Written by: Jaymee Salisi, News Writer
SFSS discusses the arrest of SFU alumnus
On December 16, 2020 the SFSS Council gathered over Zoom to vote on two motions regarding the arrest of a Black SFU alumnus. SFU security stated that the alumnus did not comply with COVID-19 guidelines and they asked him to leave. After refusal, security called the Burnaby RCMP. After several minutes of the officer allegedly engaging in verbal de-escalation techniques, a physical altercation ensued between the alumnus and officer, leading to the alumnus being pepper sprayed, tasered, and arrested. The SFSS expressed their belief that this situation involved racial profiling, citing that “this is not an isolated incident, and racial profiling incidents like this one have occurred many times before on our campuses.”
Motion 1 proposed that council members, in support of the SFSS’ anti-racism efforts, “sign onto and support a letter by Black SFU staff and allies to condemn the violent arrest of the Black SFU alumnus and call for an apology [of the] escalation that led to this violent arrest.” Motion 1 passed with 34 votes in favour, 3 opposed, and 1 abstained. Council members agreed that SFU should be a safe space for its community. They expressed their support for BIPOC students and the SFSS’ statement stating that “security did not engage in proper de-escalation techniques, according to witnesses.”
Motion 2 condemned the Board for excluding Council from drafting their statement and argued that the SFSS’s statement contained “factual errors and omissions.” This motion called for strong policy changes and responses. It suggested that the SFSS should retract or amend the statement. Motion 2 failed with 23 votes opposing and 5 votes in favour. During this point of voting, several council members had left as the meeting had gone overtime.
Motion 2 was met with controversy as it opposed Motion 1. Most members felt that the information presented was accurate based on video evidence and that the SFSS was justified in creating the statement.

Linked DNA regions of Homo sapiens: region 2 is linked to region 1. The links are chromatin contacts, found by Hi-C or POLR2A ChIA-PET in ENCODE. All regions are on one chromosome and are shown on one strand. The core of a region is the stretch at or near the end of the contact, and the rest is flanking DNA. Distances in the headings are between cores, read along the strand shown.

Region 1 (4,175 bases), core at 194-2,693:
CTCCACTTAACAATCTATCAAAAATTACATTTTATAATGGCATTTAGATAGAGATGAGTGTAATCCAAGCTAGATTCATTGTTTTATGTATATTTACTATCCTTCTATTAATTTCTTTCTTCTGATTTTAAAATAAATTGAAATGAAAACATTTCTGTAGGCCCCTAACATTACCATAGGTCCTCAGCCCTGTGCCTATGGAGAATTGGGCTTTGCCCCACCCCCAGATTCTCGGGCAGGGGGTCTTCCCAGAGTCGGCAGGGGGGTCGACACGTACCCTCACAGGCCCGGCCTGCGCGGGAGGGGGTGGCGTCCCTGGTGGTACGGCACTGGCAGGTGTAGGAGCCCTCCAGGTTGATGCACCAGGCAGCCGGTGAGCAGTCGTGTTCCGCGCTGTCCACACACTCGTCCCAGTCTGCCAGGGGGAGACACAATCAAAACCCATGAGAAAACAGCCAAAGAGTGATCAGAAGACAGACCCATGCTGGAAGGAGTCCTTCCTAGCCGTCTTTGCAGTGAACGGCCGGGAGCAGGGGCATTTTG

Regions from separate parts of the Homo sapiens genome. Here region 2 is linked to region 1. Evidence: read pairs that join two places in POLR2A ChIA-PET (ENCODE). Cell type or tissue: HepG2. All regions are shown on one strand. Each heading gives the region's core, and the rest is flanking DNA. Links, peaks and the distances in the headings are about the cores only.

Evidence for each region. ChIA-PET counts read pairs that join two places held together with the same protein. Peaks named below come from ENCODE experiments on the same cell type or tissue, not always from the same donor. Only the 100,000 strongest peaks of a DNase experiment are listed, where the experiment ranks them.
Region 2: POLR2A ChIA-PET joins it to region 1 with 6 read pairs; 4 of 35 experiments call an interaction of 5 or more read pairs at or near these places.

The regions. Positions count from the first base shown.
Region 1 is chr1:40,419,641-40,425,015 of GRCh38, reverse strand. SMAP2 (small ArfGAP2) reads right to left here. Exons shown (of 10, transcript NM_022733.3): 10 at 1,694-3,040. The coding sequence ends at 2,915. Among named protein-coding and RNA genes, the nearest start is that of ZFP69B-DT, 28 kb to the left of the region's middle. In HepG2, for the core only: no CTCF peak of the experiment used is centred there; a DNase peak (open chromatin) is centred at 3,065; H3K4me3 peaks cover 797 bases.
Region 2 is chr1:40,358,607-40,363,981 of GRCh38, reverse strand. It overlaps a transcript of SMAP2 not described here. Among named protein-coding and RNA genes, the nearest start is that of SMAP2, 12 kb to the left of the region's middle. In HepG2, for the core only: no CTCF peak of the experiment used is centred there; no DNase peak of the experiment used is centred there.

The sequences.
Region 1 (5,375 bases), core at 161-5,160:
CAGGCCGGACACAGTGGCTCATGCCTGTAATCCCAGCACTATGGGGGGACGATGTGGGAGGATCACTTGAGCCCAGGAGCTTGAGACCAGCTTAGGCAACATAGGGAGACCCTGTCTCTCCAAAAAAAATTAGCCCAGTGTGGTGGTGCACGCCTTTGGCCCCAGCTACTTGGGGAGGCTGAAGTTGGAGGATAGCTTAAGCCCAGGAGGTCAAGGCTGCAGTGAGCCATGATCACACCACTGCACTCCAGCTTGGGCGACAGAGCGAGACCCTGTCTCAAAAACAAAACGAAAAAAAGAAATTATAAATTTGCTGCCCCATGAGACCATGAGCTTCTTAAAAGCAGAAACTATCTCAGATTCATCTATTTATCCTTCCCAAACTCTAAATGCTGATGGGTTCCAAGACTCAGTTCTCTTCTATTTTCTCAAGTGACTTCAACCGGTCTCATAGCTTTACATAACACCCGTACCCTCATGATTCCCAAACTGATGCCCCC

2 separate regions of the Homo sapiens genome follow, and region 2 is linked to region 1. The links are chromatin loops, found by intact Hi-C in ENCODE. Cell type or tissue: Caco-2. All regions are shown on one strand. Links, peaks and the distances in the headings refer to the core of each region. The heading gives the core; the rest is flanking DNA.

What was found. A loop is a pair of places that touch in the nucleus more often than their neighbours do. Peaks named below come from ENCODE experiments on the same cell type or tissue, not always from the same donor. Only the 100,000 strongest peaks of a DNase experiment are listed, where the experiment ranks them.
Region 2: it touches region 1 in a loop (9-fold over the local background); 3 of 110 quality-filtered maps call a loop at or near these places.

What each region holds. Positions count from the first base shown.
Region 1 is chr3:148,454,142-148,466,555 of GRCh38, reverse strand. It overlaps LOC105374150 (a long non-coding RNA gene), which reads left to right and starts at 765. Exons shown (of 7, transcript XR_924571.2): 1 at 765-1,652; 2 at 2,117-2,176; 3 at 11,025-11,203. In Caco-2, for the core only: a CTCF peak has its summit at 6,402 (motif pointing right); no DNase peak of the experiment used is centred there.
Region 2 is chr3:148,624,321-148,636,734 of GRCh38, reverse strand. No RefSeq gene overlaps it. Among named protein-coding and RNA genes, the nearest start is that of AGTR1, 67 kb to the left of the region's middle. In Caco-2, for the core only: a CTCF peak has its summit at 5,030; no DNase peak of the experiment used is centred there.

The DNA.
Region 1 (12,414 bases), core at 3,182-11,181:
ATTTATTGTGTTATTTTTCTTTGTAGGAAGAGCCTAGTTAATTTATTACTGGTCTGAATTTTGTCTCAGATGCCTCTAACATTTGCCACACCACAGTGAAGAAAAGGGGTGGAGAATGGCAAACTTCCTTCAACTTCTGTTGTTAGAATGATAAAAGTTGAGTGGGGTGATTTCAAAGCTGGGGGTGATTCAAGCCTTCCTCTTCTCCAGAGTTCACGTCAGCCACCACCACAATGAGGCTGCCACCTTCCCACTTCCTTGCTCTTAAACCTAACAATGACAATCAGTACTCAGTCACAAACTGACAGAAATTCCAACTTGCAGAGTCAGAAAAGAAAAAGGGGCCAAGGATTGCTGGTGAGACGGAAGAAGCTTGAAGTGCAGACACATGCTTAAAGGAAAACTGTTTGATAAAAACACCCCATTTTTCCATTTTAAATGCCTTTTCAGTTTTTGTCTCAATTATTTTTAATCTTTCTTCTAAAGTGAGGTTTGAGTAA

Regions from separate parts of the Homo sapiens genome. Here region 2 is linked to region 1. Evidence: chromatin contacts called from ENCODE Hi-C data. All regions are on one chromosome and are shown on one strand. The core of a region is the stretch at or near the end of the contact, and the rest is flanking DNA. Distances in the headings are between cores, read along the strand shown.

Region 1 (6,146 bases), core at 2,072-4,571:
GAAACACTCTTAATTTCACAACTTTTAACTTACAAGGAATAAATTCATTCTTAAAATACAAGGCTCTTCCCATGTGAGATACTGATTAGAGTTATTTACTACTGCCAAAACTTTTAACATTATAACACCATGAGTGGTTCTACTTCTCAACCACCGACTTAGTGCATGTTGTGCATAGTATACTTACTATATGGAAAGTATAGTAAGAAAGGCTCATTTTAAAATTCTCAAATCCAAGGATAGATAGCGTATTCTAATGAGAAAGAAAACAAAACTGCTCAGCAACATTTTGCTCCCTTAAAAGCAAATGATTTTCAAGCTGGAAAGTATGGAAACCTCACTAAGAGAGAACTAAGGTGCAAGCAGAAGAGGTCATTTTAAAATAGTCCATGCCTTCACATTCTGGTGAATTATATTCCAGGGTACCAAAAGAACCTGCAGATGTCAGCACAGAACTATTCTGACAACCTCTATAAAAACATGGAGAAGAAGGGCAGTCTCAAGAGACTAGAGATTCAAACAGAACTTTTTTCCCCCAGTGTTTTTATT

SFSS President Osob Mohamed, opposed Motion 2 and assured attendees that all information in the SFSS’ statement had been backed up with video evidence and communication with Director of Campus Public Safety, Andrea Ringrose. Mohamed claimed that “there were no factual errors in [the SFSS’s] statement” and that omissions were made only in instances when the SFSS “did not feel comfortable speaking on anything that [they] did not have facts on.”
Student Union Representative of Political Science, Helen Pahou, expressed understanding for the motion but “[could not] agree that there was misinformation in that statement” due to video evidence of the alumnus being mistreated by campus security.
In favour of the motion, Student Union Representative of Philosophy, Tony Yu assured participants that “nobody wants to say that racism isn’t a problem or that the intention of [the motion was] intent on saying that racism [ . . . ] and threats against BIPOC people aren’t an issue.” Yu explained that the motion aims to “keep a sort of accuracy in [their] accounts of what was going on.”
At the meeting, Joshua Fang shared that he was at West Centre Mall for a portion of the incident and was shocked reading the SFSS statement as it was different from what he saw that night. Fang expressed that although he did not agree with Motion 2, and did not wish to advocate for unnecessary force, he believed that “some sort of increased accountability would be beneficial.”
The council meeting had been extended multiple times, lasting three hours. Scheduled discussion regarding tuition increases, the P/F petition, and the DSU online learning survey were postponed to the next meeting. The next council meeting is to be determined for the Spring 2021 semester.
The full meeting can be found on the SFSS’ YouTube channel.